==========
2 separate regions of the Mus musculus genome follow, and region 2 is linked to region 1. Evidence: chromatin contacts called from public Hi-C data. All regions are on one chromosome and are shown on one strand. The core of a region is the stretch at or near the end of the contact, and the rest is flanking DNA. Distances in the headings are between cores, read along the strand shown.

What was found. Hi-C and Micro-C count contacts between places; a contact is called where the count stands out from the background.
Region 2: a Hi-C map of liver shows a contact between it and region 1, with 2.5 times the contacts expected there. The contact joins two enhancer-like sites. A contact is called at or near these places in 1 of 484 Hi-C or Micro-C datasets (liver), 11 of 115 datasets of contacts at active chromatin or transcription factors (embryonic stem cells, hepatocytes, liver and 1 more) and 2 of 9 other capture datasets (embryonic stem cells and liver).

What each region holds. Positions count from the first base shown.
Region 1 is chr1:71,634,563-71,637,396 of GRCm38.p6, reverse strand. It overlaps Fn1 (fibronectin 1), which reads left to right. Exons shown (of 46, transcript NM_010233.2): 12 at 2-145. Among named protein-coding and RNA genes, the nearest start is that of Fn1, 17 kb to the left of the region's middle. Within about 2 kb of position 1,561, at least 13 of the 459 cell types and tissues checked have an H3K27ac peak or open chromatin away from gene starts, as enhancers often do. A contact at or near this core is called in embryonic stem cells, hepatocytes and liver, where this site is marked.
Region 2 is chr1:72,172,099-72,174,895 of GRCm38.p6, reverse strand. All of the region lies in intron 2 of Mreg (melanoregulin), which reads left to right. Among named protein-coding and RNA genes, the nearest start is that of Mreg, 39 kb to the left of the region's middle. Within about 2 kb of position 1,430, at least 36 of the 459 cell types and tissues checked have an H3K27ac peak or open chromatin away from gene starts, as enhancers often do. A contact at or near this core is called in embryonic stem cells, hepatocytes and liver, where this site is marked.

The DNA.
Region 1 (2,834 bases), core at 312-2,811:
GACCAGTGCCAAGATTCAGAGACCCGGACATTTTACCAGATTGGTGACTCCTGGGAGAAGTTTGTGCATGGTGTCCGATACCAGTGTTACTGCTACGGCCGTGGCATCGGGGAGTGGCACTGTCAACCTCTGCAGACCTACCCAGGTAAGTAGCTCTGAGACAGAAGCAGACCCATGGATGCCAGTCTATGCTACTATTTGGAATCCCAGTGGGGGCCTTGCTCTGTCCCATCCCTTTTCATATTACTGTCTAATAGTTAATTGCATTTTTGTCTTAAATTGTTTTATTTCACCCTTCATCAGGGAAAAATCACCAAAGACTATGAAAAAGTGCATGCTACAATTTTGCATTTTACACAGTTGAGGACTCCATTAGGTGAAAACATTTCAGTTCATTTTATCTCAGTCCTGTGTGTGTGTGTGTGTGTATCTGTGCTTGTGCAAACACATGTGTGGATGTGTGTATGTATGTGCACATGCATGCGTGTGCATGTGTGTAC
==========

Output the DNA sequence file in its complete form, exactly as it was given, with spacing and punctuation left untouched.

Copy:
2 separate regions of the Mus musculus genome follow, and region 2 is linked to region 1. Evidence: chromatin contacts called from public Hi-C data. All regions are on one chromosome and are shown on one strand. The core of a region is the stretch at or near the end of the contact, and the rest is flanking DNA. Distances in the headings are between cores, read along the strand shown.

What was found. Hi-C and Micro-C count contacts between places; a contact is called where the count stands out from the background.
Region 2: a Hi-C map of liver shows a contact between it and region 1, with 2.5 times the contacts expected there. The contact joins two enhancer-like sites. A contact is called at or near these places in 1 of 484 Hi-C or Micro-C datasets (liver), 11 of 115 datasets of contacts at active chromatin or transcription factors (embryonic stem cells, hepatocytes, liver and 1 more) and 2 of 9 other capture datasets (embryonic stem cells and liver).

What each region holds. Positions count from the first base shown.
Region 1 is chr1:71,634,563-71,637,396 of GRCm38.p6, reverse strand. It overlaps Fn1 (fibronectin 1), which reads left to right. Exons shown (of 46, transcript NM_010233.2): 12 at 2-145. Among named protein-coding and RNA genes, the nearest start is that of Fn1, 17 kb to the left of the region's middle. Within about 2 kb of position 1,561, at least 13 of the 459 cell types and tissues checked have an H3K27ac peak or open chromatin away from gene starts, as enhancers often do. A contact at or near this core is called in embryonic stem cells, hepatocytes and liver, where this site is marked.
Region 2 is chr1:72,172,099-72,174,895 of GRCm38.p6, reverse strand. All of the region lies in intron 2 of Mreg (melanoregulin), which reads left to right. Among named protein-coding and RNA genes, the nearest start is that of Mreg, 39 kb to the left of the region's middle. Within about 2 kb of position 1,430, at least 36 of the 459 cell types and tissues checked have an H3K27ac peak or open chromatin away from gene starts, as enhancers often do. A contact at or near this core is called in embryonic stem cells, hepatocytes and liver, where this site is marked.

The DNA.
Region 1 (2,834 bases), core at 312-2,811:
GACCAGTGCCAAGATTCAGAGACCCGGACATTTTACCAGATTGGTGACTCCTGGGAGAAGTTTGTGCATGGTGTCCGATACCAGTGTTACTGCTACGGCCGTGGCATCGGGGAGTGGCACTGTCAACCTCTGCAGACCTACCCAGGTAAGTAGCTCTGAGACAGAAGCAGACCCATGGATGCCAGTCTATGCTACTATTTGGAATCCCAGTGGGGGCCTTGCTCTGTCCCATCCCTTTTCATATTACTGTCTAATAGTTAATTGCATTTTTGTCTTAAATTGTTTTATTTCACCCTTCATCAGGGAAAAATCACCAAAGACTATGAAAAAGTGCATGCTACAATTTTGCATTTTACACAGTTGAGGACTCCATTAGGTGAAAACATTTCAGTTCATTTTATCTCAGTCCTGTGTGTGTGTGTGTGTGTATCTGTGCTTGTGCAAACACATGTGTGGATGTGTGTATGTATGTGCACATGCATGCGTGTGCATGTGTGTAC